The first thing you may think to ask is, “How much will accumulate?” However, the real question should be, “How strong will the winds be?” Because of this deepening low, winds will be rather strong, gusting up to 40+ mph as the snow passes through. This will, of course, lead to decreased (if not white-out at times) conditions. Visibility will be worse where the snow falls heaviest; which takes me back to the first question.
Accumulation will be greatest where the heaviest snow falls, which may seem obvious, but this is especially true in this situation because soil temperatures will be warm due to recent mild weather. Light and even moderate snow will likely melt fairly well on these warmer ground temps, however, if snow falls fast enough, the melting wont keep up, and snow will accumulate. This accumulation will first happen on bridges, because they dont have soil temps to keep them warmer than the air temperature. Other grassy, elevated, and insulated surfaces will also see accumulation first.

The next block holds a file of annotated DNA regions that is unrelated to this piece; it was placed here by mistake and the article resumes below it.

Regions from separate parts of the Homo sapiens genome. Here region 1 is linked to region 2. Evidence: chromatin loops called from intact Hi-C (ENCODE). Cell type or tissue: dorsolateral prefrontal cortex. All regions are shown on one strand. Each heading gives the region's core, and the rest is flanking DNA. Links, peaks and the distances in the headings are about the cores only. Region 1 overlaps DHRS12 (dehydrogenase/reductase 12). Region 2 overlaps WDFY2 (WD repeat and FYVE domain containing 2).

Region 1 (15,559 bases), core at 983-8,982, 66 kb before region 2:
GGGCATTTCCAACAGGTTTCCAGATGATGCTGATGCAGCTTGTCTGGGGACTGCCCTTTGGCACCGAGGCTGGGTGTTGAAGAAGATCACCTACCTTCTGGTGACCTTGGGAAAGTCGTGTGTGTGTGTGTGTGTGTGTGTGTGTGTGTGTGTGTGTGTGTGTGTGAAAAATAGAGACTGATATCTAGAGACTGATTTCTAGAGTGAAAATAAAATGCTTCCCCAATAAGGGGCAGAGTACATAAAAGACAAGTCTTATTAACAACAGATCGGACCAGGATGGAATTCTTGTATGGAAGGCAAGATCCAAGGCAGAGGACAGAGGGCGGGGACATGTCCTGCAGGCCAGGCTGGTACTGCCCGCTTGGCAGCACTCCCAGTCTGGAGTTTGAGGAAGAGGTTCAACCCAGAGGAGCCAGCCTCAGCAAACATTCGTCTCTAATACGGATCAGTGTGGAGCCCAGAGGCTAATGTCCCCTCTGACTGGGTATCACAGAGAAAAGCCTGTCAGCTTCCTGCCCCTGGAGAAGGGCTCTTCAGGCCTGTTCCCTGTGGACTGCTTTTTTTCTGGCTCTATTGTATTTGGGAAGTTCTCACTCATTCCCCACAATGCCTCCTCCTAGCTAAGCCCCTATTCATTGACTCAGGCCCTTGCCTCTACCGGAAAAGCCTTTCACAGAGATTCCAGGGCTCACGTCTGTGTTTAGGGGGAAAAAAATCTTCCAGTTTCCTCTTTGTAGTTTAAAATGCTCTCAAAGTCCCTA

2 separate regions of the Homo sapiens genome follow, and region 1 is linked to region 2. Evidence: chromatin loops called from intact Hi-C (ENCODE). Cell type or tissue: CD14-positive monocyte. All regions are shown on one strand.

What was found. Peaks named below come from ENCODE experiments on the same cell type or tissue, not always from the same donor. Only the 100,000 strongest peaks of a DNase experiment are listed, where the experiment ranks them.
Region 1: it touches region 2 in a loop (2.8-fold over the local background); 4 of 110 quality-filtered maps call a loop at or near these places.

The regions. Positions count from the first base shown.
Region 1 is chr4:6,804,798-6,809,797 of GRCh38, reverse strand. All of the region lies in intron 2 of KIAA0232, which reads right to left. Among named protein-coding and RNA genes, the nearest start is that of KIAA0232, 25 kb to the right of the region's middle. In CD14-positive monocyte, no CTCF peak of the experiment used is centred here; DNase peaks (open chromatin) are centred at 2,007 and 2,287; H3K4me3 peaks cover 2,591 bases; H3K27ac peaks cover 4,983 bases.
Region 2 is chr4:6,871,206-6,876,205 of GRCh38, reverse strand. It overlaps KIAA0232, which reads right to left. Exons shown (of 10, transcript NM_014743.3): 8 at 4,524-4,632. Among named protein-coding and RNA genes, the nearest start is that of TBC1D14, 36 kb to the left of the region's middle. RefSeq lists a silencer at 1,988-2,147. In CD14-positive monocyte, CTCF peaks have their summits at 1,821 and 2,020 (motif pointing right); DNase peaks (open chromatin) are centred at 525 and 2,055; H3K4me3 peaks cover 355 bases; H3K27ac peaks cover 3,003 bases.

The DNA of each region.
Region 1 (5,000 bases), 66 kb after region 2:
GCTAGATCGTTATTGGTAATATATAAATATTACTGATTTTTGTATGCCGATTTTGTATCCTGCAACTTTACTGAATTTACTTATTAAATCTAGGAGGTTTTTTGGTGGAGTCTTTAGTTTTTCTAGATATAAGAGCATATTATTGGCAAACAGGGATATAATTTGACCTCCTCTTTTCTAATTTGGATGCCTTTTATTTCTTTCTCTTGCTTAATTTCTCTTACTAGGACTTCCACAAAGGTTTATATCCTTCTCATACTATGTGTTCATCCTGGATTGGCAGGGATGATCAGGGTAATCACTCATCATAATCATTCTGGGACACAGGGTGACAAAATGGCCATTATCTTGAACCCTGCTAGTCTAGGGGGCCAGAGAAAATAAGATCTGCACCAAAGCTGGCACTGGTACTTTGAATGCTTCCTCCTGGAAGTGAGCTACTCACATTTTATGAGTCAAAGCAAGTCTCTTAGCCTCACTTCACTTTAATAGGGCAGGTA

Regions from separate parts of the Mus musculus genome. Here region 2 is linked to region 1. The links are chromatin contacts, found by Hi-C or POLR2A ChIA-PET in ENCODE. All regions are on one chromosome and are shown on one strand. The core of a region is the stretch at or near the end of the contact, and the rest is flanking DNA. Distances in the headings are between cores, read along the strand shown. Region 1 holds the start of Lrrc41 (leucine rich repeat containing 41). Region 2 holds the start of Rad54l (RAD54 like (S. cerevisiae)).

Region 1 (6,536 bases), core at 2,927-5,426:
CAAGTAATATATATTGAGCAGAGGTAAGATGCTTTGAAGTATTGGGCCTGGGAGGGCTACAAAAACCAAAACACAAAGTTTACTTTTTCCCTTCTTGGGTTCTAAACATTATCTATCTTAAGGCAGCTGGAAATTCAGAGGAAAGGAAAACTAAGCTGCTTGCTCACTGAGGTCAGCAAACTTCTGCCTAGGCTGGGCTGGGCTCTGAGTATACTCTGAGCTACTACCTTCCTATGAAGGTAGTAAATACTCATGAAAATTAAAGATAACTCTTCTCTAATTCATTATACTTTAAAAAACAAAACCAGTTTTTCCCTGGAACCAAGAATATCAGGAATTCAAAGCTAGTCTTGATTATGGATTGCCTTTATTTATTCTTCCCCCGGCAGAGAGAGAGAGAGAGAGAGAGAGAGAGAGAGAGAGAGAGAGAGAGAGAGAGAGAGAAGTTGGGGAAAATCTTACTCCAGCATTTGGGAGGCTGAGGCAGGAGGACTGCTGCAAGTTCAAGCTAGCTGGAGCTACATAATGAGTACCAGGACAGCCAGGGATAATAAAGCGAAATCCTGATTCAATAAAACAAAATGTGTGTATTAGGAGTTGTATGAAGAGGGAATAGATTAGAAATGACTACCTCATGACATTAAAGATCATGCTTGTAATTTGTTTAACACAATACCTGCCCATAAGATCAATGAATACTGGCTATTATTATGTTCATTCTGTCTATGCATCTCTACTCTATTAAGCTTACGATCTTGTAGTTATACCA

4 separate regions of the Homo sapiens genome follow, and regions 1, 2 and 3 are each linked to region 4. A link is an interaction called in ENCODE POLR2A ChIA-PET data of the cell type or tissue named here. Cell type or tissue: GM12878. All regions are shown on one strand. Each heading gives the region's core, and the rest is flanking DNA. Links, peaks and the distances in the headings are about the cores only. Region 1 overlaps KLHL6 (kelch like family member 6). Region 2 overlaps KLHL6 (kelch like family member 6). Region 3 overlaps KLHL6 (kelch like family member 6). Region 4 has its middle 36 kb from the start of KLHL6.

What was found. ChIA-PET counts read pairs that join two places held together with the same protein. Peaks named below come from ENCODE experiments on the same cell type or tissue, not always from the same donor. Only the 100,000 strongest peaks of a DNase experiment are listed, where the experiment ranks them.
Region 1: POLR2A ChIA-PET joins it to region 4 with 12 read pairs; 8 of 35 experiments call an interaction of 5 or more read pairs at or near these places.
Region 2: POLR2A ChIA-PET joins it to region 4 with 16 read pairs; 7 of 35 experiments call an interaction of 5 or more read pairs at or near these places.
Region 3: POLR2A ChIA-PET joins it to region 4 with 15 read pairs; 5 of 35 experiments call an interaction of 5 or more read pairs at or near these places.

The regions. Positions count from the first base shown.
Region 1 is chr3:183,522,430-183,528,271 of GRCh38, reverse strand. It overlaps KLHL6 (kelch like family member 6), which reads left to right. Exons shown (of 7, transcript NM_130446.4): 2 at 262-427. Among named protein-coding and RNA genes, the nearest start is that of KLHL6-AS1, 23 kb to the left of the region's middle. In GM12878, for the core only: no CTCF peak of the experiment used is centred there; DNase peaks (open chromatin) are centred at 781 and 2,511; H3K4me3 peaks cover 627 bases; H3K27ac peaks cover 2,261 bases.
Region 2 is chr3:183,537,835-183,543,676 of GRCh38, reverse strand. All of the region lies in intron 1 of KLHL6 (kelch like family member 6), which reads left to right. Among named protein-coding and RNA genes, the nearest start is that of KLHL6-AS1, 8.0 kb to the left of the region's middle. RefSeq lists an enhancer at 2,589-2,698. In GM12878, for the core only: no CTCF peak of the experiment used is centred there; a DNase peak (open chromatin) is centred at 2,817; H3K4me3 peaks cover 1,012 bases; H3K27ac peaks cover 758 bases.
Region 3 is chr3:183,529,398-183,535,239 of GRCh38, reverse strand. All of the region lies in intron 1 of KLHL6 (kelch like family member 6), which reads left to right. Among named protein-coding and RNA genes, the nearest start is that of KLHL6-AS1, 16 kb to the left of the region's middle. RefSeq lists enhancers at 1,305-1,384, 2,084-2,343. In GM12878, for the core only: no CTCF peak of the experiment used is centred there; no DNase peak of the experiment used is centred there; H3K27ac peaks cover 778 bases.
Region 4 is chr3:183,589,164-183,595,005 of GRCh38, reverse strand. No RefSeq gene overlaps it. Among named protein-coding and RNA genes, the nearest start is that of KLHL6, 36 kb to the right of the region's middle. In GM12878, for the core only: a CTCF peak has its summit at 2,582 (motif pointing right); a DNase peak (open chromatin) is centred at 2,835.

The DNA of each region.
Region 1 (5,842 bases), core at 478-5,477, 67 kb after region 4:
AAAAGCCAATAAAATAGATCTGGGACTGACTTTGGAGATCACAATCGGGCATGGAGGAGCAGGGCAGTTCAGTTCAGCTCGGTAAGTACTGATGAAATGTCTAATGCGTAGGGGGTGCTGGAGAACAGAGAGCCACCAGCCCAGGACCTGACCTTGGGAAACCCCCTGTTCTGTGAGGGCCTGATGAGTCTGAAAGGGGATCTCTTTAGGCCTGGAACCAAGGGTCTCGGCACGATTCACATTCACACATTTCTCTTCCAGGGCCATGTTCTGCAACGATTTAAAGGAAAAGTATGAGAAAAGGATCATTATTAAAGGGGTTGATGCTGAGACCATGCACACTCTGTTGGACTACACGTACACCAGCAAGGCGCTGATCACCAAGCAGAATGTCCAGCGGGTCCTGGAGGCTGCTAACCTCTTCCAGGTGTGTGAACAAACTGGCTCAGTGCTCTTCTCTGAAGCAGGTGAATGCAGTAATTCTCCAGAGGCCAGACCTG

First, please note that this system is just starting to get off the Pacific Ocean and is still developing. There is a lot that can change between now and when this system arrives in our backyard. With that said, the heaviest snow is most likely to fall in northern Missouri and southern Iowa. Snow is still likely to make it to I-70 and as far south as the Lake of the Ozarks (and remember blowing snow is a main factor in this event, so even if you arent seeing the MOST snow, you are still going to have impacts).
I will say that it wont surprise me one bit if this system changes its track over the next couple days; whether that be further north or further south. This is why I need you to stay tuned.
Our forecast confidence for this winter storm is high when it comes to timing and intensity. Confidence is still low to moderate when it comes to the path, it could still go slightly north or south, rapidly changing the situation for thousands. Again, this system is still getting its act together on the Pacific coast, please stay tuned.